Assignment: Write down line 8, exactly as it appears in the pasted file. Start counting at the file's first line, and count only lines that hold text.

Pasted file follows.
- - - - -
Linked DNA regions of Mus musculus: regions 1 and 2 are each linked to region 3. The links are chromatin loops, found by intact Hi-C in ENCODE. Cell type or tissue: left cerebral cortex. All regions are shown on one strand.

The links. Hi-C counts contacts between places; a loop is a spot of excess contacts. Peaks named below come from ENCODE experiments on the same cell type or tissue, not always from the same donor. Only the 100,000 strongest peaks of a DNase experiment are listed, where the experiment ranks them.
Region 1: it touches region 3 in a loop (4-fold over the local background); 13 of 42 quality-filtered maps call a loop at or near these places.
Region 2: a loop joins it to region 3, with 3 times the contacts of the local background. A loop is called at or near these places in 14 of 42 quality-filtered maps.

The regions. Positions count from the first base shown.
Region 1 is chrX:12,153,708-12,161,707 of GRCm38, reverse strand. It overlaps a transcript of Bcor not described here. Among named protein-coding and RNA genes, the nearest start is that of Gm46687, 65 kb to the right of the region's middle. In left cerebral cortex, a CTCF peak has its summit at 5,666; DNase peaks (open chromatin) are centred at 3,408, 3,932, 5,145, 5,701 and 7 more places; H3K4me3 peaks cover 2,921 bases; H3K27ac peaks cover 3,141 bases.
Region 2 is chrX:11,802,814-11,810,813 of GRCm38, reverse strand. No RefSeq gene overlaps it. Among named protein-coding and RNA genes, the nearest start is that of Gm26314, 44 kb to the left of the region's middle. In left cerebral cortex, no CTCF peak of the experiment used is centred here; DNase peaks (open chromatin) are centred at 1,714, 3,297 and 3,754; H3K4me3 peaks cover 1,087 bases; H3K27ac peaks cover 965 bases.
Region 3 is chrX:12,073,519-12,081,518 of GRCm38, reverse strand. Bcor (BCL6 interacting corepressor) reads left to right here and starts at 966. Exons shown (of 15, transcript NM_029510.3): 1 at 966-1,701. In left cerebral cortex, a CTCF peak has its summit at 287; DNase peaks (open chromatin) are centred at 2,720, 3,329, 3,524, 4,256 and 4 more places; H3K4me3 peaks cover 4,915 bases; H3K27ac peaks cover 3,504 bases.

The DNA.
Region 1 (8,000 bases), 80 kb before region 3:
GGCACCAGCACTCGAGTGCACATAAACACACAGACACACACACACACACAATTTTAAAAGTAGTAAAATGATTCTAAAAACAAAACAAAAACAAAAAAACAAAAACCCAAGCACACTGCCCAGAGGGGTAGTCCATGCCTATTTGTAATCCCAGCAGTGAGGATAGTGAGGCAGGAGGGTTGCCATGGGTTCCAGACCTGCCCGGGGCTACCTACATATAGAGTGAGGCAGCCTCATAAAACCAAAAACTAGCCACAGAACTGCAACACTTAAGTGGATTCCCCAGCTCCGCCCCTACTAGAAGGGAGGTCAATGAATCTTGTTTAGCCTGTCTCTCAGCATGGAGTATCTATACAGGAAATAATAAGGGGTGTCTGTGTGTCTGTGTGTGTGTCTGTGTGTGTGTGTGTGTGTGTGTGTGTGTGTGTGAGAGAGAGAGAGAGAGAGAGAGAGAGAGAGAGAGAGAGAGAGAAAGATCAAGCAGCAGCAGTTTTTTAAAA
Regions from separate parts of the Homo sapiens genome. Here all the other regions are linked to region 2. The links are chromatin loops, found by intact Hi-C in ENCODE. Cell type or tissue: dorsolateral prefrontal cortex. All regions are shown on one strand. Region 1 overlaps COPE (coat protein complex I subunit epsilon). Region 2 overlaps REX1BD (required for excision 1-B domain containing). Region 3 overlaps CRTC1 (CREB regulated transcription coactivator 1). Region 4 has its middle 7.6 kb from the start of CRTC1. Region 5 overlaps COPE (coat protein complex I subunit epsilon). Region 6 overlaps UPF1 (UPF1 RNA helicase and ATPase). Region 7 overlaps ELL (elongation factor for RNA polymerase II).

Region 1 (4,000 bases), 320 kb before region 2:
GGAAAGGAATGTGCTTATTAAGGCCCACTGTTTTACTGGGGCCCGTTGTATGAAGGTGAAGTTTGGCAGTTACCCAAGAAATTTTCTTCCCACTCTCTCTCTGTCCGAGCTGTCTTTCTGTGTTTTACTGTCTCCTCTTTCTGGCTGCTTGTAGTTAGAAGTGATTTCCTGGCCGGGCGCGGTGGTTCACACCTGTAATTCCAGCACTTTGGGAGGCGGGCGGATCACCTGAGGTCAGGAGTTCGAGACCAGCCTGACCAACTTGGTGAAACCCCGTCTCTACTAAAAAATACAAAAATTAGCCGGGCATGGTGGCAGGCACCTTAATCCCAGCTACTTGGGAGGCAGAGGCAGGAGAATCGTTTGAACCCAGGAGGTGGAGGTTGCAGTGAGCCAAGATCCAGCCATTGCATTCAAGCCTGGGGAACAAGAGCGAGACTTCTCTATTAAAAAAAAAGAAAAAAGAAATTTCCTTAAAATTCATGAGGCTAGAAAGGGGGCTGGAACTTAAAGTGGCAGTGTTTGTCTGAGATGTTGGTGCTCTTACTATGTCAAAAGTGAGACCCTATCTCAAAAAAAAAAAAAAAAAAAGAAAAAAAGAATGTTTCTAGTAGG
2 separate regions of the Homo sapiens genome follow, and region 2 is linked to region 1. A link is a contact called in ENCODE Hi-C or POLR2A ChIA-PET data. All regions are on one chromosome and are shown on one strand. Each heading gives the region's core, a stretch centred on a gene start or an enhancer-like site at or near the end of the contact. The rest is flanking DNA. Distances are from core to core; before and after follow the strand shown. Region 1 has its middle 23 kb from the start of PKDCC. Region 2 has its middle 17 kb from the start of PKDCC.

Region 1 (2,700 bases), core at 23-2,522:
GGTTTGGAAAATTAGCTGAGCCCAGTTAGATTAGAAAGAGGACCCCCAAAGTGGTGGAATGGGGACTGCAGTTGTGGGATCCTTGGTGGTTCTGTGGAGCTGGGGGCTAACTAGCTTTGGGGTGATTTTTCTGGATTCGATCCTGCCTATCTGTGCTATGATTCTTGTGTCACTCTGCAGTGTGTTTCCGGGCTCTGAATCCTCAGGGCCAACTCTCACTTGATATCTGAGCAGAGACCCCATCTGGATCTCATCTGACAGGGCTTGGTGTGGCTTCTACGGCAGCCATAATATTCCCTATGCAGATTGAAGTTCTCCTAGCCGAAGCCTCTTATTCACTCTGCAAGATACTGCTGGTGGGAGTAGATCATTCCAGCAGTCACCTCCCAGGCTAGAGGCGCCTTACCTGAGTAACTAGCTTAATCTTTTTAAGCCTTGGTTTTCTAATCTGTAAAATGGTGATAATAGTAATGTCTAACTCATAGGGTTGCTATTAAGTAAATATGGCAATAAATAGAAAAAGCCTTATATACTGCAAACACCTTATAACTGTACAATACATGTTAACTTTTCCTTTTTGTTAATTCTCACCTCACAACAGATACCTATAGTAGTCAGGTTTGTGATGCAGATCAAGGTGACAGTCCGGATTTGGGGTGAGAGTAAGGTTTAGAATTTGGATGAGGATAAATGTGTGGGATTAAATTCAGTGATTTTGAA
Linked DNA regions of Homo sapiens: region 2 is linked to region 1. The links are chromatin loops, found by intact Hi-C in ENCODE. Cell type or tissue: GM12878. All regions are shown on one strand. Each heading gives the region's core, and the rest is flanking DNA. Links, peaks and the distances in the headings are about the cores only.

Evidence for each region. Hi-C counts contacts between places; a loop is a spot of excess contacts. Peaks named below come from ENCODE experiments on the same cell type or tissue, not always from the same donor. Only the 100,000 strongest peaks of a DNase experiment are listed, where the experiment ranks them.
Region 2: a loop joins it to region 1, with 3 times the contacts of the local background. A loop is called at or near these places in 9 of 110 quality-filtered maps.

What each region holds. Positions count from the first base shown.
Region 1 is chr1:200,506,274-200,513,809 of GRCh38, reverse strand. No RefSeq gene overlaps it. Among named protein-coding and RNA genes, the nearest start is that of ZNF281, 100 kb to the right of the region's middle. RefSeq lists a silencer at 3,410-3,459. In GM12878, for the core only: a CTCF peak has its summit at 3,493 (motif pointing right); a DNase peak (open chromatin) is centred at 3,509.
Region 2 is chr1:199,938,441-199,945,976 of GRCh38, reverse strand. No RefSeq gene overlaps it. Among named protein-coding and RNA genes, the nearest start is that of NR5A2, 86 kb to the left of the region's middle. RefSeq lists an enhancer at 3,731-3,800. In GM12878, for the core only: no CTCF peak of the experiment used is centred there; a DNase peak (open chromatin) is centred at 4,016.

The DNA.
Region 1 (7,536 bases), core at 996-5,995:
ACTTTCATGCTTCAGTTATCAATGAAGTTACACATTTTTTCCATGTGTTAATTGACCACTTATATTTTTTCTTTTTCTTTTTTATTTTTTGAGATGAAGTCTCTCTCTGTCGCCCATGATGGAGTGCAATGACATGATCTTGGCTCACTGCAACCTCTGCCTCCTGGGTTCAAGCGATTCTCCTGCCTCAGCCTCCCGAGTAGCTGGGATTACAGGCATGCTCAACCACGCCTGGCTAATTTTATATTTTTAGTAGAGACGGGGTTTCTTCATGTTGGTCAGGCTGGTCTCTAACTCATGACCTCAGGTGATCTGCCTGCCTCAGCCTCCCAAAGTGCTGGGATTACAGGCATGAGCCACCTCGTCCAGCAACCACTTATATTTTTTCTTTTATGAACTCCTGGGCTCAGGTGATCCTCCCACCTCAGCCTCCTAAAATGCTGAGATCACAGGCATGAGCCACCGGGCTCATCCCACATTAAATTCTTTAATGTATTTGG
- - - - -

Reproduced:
Region 3 is chrX:12,073,519-12,081,518 of GRCm38, reverse strand. Bcor (BCL6 interacting corepressor) reads left to right here and starts at 966. Exons shown (of 15, transcript NM_029510.3): 1 at 966-1,701. In left cerebral cortex, a CTCF peak has its summit at 287; DNase peaks (open chromatin) are centred at 2,720, 3,329, 3,524, 4,256 and 4 more places; H3K4me3 peaks cover 4,915 bases; H3K27ac peaks cover 3,504 bases.